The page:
Creating jobs by cutting off unemployment benefits
The gratuitously cruel cutoff in benefits to about 70,000 longterm unemployed North Carolinians that went into effect when the clock tolled midnight on Sunday will affect 2,480 people in Forsyth County and 3,930 in Guilford.
Donald Davis, a Winston-Salem resident who got laid off from a job as a forklift driver in King last August, is one of them. Davis and his wife, who has been sporadically employed as a nurse at a local hospital, will have to figure out how to provide for their three children, ages 1, 2 and 3, without the $1,700 check that they had been accustomed to receiving.
What will give? “Gas to go get a job,” Davis said. “I have a vehicle, but if you can’t get gas, what use is it? Most of the jobs are out of the city or in the suburbs. If you ain’t got a car to get there, forget about it. Nobody wants to hire you.”
It will hurt unemployed workers and hobble the economy further by further diminishing demand for goods and services.
The architect of the changes in North Carolina’s unemploy ment insurance system is Rep. Julia Howard, who represents Davie County, along with the western portion of Forsyth. The rationale for the cutoff in benefits — that helping businesses will eventually help workers — is neatly woven into blamethe-victim mentality in a statement she gave to WRAL News in January.
“I’m saying that we have to find jobs for the people; this is becoming a welfare program,” she said. “We have got to get jobs in North Carolina. We have got to stop the extra taxation of businesses. They could be hiring people and creating jobs.”
Howard’s welfare-equivalency remark raised some cane at a press conference hosted by Sen. Earline Parmon (D-Forsyth) on Monday. Davis shook his head at the notion.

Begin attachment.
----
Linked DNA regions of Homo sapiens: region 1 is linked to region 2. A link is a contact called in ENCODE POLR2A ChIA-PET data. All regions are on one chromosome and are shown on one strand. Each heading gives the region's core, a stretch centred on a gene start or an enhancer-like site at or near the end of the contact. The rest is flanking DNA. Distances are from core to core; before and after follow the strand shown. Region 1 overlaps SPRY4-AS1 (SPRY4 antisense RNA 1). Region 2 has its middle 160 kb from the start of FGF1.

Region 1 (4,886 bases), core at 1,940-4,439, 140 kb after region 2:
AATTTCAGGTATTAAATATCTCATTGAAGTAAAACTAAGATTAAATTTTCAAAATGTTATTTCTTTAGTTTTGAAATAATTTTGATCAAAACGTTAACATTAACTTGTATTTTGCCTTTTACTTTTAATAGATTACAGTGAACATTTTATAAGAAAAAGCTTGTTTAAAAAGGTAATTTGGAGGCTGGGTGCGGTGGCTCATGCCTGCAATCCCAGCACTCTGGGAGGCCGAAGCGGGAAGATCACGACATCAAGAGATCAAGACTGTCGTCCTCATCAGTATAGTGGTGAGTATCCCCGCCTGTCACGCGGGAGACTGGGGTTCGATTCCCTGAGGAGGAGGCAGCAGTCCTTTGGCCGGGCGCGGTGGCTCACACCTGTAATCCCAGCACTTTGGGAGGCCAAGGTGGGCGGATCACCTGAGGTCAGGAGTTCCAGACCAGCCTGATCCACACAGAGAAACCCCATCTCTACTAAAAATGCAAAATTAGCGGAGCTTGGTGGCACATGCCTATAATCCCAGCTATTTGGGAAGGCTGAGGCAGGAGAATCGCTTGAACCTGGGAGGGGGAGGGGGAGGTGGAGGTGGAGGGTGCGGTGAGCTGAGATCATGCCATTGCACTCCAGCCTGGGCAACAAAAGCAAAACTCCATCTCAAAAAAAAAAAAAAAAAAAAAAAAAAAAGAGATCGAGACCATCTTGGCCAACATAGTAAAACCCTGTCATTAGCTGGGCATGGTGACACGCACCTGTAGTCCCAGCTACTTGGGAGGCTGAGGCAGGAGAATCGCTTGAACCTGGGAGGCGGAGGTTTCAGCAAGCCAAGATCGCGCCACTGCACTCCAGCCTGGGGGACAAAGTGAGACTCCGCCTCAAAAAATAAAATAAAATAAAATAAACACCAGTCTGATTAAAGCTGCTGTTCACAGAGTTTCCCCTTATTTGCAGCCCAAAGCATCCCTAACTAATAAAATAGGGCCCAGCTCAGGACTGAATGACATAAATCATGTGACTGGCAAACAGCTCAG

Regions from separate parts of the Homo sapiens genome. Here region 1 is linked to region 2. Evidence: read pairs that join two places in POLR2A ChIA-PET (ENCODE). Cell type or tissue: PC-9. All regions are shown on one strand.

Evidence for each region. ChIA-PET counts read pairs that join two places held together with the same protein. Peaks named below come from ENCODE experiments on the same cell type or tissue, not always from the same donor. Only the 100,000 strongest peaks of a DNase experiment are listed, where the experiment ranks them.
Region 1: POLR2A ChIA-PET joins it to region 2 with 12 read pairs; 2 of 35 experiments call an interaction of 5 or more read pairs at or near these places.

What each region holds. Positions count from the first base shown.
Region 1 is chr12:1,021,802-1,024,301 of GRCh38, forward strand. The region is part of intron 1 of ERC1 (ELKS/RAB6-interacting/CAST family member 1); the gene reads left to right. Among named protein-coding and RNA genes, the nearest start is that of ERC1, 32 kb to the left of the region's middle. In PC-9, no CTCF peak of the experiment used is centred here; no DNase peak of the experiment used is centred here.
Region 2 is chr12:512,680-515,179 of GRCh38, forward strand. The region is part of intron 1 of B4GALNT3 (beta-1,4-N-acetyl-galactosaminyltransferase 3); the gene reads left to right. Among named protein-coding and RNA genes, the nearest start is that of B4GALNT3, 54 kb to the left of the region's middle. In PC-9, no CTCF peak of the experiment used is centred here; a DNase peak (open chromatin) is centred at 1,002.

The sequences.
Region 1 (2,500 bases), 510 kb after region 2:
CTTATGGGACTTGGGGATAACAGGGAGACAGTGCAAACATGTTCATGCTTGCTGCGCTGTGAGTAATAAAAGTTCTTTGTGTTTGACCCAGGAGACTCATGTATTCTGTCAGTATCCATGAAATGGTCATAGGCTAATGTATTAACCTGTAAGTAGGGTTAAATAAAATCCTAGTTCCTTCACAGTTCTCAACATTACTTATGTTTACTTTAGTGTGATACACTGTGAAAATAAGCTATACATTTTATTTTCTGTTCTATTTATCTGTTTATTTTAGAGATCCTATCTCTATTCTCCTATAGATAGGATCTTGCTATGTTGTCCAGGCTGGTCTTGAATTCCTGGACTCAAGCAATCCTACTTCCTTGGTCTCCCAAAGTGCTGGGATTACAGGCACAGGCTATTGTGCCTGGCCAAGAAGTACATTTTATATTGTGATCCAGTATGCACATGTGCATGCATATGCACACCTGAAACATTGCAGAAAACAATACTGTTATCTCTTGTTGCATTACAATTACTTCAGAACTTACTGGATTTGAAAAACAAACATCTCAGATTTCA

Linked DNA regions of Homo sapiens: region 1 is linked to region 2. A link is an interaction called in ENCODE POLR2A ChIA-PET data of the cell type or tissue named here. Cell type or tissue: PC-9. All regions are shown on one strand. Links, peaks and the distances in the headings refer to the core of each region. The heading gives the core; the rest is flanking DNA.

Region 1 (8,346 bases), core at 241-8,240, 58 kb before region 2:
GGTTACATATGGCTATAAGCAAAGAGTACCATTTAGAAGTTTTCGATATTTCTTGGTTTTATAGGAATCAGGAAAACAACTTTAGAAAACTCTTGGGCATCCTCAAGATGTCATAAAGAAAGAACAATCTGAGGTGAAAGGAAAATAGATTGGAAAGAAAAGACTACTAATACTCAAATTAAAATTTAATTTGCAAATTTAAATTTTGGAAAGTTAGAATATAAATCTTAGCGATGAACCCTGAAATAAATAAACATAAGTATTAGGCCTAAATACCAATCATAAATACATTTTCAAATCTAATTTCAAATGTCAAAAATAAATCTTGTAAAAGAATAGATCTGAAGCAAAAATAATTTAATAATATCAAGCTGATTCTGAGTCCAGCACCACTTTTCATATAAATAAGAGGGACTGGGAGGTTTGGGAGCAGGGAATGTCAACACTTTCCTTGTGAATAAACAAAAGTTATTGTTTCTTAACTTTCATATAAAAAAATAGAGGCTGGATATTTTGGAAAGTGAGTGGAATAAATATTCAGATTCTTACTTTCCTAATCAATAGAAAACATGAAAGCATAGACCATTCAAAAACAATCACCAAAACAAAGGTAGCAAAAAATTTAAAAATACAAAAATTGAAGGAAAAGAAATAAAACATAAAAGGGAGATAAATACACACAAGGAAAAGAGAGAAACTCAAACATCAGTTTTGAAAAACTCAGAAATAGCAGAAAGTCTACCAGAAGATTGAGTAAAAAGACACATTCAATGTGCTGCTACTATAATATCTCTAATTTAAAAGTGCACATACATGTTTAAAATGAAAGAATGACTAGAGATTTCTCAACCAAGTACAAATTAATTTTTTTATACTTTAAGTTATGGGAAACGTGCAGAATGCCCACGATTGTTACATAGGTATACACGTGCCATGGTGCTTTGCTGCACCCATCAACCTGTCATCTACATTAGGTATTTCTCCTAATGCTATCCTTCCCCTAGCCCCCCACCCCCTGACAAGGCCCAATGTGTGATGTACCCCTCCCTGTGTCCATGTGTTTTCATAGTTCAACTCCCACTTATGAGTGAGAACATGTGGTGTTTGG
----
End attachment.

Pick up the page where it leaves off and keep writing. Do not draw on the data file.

“I don’t know too many men who want to sit at home and want to have their families go through hardships,” he said. “To say it’s like welfare — come on. It shows me some people don’t care.”
The Democrats, who controlled the General Assembly until 2010, have to bear some responsibility for the current mess. When the fund was flush during more prosperous times, the Democratic-led legislature voted to reduce payments to give business owners a break. That was unwise.
But the current fix is rash and extreme. It will hurt unemployed workers and hobble the economy further by further diminishing demand for goods and services. And by reducing benefit levels for the newly unemployed, the state forfeited federal funding.
“Quite literally, the dollars turned back to the federal government,” Rep. Ed Hanes Jr. said, “and handed to other states like Arizona and Ohio.”
Howard’s statement to WRAL in January makes an implicit promise that reducing the tax burden on businesses will lead to more hiring.
No one should hold their breath, but let’s hope for the sake of our friends, family and neighbors who have been subjected to this catastrophe that she knows what she’s talking about.
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